form of Government signify, in reality,
GILES. very little. Provided that justice be Le P.S, John Green talked o' commin rendered to all citizens, that their right
to Lunnun, so read my letter to him, to the protection, the burthens, and sa'cause then he'll know better. Ant crifices and rewards, be equal, the Betty is going to shew me all the curo- State is well governed. sities---$0 you'll hear from me again The Pursuit op PLEASURE.-Those soon..
who seek for happiness in pomp and
dissipation, are like persons who preNAPOLEON'S TABLE TALK. for the splendour of wax candles to the
light of the sun. • (Continued from page 349.] Russia.- If I had overcome the coi - VICTORY NOT THE RESULT OF NUM- alition, Russia would have become as * BERS ---It is not the number which foreign to Europe as the kingdom of
gives the victory. Alexander con- Thibet. By these means I should have quered 300,000 Persians with 20,000 freed the world from being overrun -. Macedonians. I had a particular suc- by the Cossacks. cess in daring enterprises.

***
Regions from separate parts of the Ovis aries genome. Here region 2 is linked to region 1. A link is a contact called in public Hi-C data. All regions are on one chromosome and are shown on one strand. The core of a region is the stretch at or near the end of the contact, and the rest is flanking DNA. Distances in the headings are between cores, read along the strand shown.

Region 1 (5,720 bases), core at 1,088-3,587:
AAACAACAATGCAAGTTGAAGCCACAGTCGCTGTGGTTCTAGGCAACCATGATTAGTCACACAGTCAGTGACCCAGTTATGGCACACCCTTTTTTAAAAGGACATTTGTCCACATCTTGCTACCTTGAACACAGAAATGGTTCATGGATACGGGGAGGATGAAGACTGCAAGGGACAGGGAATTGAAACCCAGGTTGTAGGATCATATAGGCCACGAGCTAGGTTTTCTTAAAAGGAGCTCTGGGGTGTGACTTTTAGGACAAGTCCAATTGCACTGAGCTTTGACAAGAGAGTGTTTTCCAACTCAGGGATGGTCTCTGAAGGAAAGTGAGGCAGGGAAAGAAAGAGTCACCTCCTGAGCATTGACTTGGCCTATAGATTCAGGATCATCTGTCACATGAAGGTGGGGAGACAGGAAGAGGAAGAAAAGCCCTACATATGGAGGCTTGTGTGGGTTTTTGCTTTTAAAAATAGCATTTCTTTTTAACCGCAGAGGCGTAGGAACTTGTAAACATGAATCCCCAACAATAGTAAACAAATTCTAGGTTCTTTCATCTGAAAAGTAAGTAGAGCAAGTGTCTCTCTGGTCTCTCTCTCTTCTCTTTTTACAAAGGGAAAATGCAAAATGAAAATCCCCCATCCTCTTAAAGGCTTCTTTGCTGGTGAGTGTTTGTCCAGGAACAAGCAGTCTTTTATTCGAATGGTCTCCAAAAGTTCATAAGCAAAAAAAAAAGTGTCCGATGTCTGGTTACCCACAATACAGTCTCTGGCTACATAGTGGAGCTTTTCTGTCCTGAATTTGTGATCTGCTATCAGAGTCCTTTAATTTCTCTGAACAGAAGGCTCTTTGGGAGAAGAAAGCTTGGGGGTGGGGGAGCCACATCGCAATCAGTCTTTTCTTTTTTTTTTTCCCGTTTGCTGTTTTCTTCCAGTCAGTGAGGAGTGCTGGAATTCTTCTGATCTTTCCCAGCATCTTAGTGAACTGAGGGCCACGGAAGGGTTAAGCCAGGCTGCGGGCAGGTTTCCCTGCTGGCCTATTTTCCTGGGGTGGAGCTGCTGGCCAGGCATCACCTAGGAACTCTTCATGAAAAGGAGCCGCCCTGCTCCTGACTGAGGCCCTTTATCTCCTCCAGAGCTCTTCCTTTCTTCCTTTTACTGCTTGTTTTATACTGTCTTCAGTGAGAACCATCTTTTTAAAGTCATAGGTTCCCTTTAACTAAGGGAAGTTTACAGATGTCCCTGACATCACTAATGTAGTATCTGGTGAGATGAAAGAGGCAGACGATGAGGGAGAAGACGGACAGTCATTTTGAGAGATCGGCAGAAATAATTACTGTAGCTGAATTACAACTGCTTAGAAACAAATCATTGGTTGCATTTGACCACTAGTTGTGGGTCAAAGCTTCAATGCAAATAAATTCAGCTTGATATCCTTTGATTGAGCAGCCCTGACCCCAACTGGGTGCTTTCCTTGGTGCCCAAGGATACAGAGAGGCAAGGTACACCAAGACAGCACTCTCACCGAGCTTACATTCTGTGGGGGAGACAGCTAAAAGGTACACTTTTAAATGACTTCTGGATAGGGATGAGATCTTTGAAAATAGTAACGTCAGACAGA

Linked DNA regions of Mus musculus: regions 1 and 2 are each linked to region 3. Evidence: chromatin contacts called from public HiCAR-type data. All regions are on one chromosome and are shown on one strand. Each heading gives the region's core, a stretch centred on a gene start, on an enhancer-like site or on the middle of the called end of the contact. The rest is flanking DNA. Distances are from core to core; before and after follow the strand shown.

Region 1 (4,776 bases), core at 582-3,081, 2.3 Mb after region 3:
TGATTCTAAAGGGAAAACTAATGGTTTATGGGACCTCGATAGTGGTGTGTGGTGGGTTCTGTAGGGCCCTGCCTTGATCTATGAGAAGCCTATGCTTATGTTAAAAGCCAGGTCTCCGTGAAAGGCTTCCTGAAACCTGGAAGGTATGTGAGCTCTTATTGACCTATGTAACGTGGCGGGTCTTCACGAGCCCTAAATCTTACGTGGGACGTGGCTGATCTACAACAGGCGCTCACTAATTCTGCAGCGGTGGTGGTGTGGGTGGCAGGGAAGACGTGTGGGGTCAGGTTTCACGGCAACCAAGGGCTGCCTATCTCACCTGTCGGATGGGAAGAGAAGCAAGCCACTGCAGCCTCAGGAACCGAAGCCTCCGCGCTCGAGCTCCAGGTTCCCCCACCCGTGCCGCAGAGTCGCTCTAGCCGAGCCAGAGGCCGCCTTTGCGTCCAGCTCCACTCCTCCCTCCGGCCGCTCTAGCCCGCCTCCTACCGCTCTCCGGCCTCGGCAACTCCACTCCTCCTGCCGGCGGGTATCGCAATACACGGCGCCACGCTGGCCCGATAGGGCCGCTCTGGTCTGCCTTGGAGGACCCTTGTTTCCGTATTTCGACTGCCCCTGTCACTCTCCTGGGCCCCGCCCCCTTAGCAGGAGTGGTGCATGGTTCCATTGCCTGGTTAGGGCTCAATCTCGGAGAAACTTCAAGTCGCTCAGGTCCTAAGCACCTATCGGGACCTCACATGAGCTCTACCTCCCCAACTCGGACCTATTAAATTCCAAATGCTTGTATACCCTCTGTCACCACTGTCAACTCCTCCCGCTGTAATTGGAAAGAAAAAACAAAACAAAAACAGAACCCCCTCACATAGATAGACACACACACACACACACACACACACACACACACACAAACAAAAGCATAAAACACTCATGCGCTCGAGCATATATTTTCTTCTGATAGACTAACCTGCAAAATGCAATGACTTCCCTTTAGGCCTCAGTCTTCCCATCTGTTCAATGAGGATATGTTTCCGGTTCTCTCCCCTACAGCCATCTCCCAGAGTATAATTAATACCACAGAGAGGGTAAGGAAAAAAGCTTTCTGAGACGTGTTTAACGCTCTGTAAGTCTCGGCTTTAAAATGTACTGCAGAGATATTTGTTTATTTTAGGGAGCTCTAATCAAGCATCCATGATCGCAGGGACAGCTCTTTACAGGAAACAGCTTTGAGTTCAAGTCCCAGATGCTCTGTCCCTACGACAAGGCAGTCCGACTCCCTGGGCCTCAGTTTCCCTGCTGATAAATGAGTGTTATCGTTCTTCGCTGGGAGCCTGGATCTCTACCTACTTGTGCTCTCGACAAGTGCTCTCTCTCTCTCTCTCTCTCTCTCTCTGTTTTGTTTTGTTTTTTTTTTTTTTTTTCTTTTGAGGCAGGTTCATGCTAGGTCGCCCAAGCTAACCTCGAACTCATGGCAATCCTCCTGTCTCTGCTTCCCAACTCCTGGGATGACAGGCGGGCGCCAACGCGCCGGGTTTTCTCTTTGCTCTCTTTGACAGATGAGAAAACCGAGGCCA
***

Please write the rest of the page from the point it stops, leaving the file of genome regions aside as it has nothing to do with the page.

PUBLIC WORSHIP.-Public worship The Code NAPOLEON.-Before my is to religion what splendour is to a civil code there were no laws, but Court. The vulgar compute the credit
there existed about five or six thou- of a courtier by the number of his foot"sand volumes written upon the laws, men : the mob judge of the divine
so that the Judges could conscienti- power by that of the priests. ously decide causes without under 'THE CONSERVATORY SENATE.-The standing them.
Senate, which I named Consercutory, :: Homer's ILIAD.---Why was Homer signed its extinction with my own. prefered by all the nations of Asia ? The INFERNAL MACHINE.—I had the Because he described the most memor- authors of the infernal machine transable war of the first people in Europe ported: they were old practitioners in conspiracies, of whom it was neces. French SOLDIERS.-Since Charle. sary to cleanse France. Since that magne, the infantry of armies has altime I remained undisturbed, the bulk ways been bad. Under my reign, there of respectable people thanked me for it. was not a French Grenadier who did